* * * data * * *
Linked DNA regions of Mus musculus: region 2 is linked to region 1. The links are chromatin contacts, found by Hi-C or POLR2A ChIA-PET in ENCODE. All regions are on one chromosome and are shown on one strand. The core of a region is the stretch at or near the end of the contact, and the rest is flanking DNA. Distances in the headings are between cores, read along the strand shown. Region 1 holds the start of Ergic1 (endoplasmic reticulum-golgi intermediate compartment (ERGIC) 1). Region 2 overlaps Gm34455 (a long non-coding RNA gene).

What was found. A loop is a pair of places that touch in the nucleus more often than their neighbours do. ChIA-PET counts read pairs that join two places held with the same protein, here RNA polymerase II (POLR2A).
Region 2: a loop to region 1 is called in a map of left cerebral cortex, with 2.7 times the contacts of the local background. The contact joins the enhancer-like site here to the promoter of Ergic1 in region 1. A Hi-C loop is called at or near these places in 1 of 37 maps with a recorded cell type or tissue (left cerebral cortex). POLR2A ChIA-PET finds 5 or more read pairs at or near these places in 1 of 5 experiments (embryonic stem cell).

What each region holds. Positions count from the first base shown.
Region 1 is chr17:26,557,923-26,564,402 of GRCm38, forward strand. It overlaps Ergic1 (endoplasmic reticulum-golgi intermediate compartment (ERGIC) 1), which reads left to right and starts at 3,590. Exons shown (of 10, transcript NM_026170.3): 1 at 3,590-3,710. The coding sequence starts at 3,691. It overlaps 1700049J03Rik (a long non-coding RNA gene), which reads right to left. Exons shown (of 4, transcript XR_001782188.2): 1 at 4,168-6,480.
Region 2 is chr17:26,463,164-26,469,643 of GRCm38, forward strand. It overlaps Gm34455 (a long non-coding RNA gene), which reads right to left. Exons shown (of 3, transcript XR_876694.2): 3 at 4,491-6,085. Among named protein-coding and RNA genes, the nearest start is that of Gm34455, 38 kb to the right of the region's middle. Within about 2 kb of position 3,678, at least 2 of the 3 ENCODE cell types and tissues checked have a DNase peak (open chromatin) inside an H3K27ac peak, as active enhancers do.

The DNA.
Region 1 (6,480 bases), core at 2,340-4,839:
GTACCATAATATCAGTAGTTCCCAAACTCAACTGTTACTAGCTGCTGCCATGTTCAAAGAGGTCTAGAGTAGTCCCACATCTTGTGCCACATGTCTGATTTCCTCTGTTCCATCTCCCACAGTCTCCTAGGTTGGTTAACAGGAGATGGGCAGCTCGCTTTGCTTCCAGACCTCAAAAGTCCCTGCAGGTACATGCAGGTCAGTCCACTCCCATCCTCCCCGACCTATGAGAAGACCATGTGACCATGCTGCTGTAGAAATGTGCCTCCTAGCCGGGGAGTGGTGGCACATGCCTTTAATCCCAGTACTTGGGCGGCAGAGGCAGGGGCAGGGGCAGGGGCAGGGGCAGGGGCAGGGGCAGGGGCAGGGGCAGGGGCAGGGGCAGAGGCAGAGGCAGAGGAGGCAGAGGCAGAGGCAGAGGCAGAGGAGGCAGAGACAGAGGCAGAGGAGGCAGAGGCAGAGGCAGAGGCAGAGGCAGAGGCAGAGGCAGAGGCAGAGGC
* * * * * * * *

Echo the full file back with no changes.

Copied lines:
Linked DNA regions of Mus musculus: region 2 is linked to region 1. The links are chromatin contacts, found by Hi-C or POLR2A ChIA-PET in ENCODE. All regions are on one chromosome and are shown on one strand. The core of a region is the stretch at or near the end of the contact, and the rest is flanking DNA. Distances in the headings are between cores, read along the strand shown. Region 1 holds the start of Ergic1 (endoplasmic reticulum-golgi intermediate compartment (ERGIC) 1). Region 2 overlaps Gm34455 (a long non-coding RNA gene).

What was found. A loop is a pair of places that touch in the nucleus more often than their neighbours do. ChIA-PET counts read pairs that join two places held with the same protein, here RNA polymerase II (POLR2A).
Region 2: a loop to region 1 is called in a map of left cerebral cortex, with 2.7 times the contacts of the local background. The contact joins the enhancer-like site here to the promoter of Ergic1 in region 1. A Hi-C loop is called at or near these places in 1 of 37 maps with a recorded cell type or tissue (left cerebral cortex). POLR2A ChIA-PET finds 5 or more read pairs at or near these places in 1 of 5 experiments (embryonic stem cell).

What each region holds. Positions count from the first base shown.
Region 1 is chr17:26,557,923-26,564,402 of GRCm38, forward strand. It overlaps Ergic1 (endoplasmic reticulum-golgi intermediate compartment (ERGIC) 1), which reads left to right and starts at 3,590. Exons shown (of 10, transcript NM_026170.3): 1 at 3,590-3,710. The coding sequence starts at 3,691. It overlaps 1700049J03Rik (a long non-coding RNA gene), which reads right to left. Exons shown (of 4, transcript XR_001782188.2): 1 at 4,168-6,480.
Region 2 is chr17:26,463,164-26,469,643 of GRCm38, forward strand. It overlaps Gm34455 (a long non-coding RNA gene), which reads right to left. Exons shown (of 3, transcript XR_876694.2): 3 at 4,491-6,085. Among named protein-coding and RNA genes, the nearest start is that of Gm34455, 38 kb to the right of the region's middle. Within about 2 kb of position 3,678, at least 2 of the 3 ENCODE cell types and tissues checked have a DNase peak (open chromatin) inside an H3K27ac peak, as active enhancers do.

The DNA.
Region 1 (6,480 bases), core at 2,340-4,839:
GTACCATAATATCAGTAGTTCCCAAACTCAACTGTTACTAGCTGCTGCCATGTTCAAAGAGGTCTAGAGTAGTCCCACATCTTGTGCCACATGTCTGATTTCCTCTGTTCCATCTCCCACAGTCTCCTAGGTTGGTTAACAGGAGATGGGCAGCTCGCTTTGCTTCCAGACCTCAAAAGTCCCTGCAGGTACATGCAGGTCAGTCCACTCCCATCCTCCCCGACCTATGAGAAGACCATGTGACCATGCTGCTGTAGAAATGTGCCTCCTAGCCGGGGAGTGGTGGCACATGCCTTTAATCCCAGTACTTGGGCGGCAGAGGCAGGGGCAGGGGCAGGGGCAGGGGCAGGGGCAGGGGCAGGGGCAGGGGCAGGGGCAGGGGCAGAGGCAGAGGCAGAGGAGGCAGAGGCAGAGGCAGAGGCAGAGGAGGCAGAGACAGAGGCAGAGGAGGCAGAGGCAGAGGCAGAGGCAGAGGCAGAGGCAGAGGCAGAGGCAGAGGC